Richard H. Dillon
Adams, Grizzly (22 October 1812–25 October 1860), mountain man and wild animal tamer, was born John Adams in Medway, Massachusetts, the son of Eleazar Adams and Sybil Capen. Adams apparently served an apprenticeship as a cobbler, but when he was twenty-one he began hunting and trapping animals, for showmen, in the woods of Maine, Vermont, and New Hampshire. He delighted in his work, which was cut short when he tried to control an unruly Bengal tiger. In doing this favor for an exhibitor, Adams was badly mangled. When he recovered his health, he went back to making boots and shoes....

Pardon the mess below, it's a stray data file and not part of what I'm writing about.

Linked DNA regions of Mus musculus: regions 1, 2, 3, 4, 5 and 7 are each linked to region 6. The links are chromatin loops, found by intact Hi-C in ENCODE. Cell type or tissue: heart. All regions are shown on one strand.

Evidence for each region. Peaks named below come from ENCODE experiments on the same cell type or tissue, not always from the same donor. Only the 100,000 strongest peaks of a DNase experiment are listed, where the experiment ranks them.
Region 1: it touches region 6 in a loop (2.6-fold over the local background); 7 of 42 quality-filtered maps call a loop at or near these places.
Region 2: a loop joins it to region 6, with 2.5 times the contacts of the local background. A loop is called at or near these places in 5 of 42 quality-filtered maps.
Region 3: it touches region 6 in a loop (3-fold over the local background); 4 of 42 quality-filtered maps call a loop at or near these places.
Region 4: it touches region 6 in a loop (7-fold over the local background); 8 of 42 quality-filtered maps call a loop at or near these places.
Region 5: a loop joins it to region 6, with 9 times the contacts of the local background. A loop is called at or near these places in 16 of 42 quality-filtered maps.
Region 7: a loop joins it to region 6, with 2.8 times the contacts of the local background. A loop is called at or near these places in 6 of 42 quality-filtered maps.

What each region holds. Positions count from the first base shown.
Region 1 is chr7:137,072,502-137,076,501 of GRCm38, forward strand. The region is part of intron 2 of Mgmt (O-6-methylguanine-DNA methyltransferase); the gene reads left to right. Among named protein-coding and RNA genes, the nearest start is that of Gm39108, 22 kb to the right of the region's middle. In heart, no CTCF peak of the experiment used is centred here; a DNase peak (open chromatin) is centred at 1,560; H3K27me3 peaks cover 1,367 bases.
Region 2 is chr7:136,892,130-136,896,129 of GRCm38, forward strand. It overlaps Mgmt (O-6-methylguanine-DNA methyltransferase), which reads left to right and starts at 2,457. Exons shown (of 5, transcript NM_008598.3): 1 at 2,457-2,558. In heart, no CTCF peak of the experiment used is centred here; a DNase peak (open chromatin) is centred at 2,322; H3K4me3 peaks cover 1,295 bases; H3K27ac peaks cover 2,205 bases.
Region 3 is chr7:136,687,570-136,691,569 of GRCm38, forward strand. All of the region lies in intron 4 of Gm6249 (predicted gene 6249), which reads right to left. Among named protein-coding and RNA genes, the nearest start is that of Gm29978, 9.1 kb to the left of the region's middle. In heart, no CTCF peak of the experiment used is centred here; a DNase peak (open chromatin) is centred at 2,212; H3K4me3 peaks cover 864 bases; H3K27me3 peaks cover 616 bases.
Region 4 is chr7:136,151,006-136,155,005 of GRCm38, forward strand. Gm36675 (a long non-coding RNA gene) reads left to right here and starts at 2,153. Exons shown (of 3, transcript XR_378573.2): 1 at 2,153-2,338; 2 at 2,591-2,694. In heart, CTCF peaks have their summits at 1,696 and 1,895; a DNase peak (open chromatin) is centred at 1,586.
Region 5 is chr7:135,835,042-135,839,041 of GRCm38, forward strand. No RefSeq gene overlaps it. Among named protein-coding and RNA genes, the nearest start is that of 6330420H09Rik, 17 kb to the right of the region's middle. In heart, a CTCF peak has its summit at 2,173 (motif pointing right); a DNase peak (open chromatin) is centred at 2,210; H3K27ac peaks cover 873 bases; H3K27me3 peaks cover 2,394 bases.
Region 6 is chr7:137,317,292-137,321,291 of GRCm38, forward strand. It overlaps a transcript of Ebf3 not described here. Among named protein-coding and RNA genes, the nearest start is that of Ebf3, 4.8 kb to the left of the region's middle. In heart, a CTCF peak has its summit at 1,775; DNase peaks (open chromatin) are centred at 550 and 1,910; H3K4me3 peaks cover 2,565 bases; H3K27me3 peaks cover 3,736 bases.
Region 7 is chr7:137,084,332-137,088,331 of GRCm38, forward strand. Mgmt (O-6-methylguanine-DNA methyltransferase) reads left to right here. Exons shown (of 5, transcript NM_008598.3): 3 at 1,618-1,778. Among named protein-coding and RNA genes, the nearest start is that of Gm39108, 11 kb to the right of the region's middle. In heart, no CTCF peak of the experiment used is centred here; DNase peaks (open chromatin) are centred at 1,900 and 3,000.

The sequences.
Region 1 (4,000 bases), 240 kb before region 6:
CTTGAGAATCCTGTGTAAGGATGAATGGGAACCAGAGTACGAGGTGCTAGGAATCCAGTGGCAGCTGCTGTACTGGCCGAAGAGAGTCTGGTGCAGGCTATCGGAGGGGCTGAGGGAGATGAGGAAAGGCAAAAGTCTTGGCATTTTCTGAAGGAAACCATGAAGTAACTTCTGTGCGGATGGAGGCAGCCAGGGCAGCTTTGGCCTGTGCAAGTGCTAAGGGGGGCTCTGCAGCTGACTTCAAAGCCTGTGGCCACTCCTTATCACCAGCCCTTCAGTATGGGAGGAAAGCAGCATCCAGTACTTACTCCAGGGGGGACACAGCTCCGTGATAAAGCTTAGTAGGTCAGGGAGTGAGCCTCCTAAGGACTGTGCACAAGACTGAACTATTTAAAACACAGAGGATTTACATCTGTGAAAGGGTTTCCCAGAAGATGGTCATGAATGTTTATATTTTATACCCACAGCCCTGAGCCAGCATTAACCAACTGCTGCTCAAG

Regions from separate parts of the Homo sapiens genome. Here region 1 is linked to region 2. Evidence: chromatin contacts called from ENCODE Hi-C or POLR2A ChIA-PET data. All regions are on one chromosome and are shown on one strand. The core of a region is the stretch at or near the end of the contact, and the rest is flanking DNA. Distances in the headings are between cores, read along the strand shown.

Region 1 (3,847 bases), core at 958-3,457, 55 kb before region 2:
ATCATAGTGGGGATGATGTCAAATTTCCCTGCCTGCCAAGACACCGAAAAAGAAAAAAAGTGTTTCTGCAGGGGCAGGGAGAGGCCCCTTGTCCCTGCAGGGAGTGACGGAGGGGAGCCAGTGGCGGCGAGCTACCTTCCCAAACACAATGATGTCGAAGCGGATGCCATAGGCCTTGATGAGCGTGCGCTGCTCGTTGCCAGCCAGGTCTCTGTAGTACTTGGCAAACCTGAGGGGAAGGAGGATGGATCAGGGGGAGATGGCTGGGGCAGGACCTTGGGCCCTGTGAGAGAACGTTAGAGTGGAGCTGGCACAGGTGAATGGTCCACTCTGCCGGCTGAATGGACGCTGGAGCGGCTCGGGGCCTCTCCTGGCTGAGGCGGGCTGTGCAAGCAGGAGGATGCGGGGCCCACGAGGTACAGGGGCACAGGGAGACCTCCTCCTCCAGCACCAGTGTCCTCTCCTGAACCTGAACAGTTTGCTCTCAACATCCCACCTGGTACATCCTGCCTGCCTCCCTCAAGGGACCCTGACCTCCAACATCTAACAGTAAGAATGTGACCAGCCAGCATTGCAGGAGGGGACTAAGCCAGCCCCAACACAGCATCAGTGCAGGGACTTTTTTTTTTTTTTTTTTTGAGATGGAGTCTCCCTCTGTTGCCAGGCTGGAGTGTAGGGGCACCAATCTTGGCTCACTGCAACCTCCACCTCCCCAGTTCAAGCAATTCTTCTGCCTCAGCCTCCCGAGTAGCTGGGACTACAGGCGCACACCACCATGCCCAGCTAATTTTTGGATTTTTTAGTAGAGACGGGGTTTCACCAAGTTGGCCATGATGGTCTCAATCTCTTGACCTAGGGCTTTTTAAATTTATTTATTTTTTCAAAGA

Cody, William Frederick (26 February 1846–10 January 1917), frontiersman and entertainer, better known as “Buffalo Bill,” was born in Scott County, Iowa, the son of Isaac Cody and Mary Ann Bonsell Laycock. Cody’s father managed several farms and operated a state business in Iowa. In 1854 the family moved to the Salt Creek Valley in Kansas, where Cody’s father received a government contract to provide hay to Fort Leavenworth. After his father died in 1857, Cody went to work as an ox-team driver for fifty cents a day. Shortly thereafter, the firm of Majors and Russell hired him as an express boy. Cody attended school periodically, although his formal education ended in 1859 when he joined a party heading to Denver to search for gold. He prospected for two months without any luck. He arrived back in Kansas in March 1860 after a trapping expedition. He rode for a time for the Pony Express during its short lifetime (Apr. 1860–Nov. 1861). After the start of the Civil War he joined a group of antislavery guerrillas based in Kansas. Later the Ninth Kansas Volunteers hired him as a scout and guide. On 16 February 1864 Cody enlisted into Company F of the Seventh Kansas Volunteer Cavalry. He saw quite a bit of action in Tennessee, Missouri, Arkansas, and Kansas during his one year and seven months of duty. He was mustered out of the army as a private on 29 September 1865....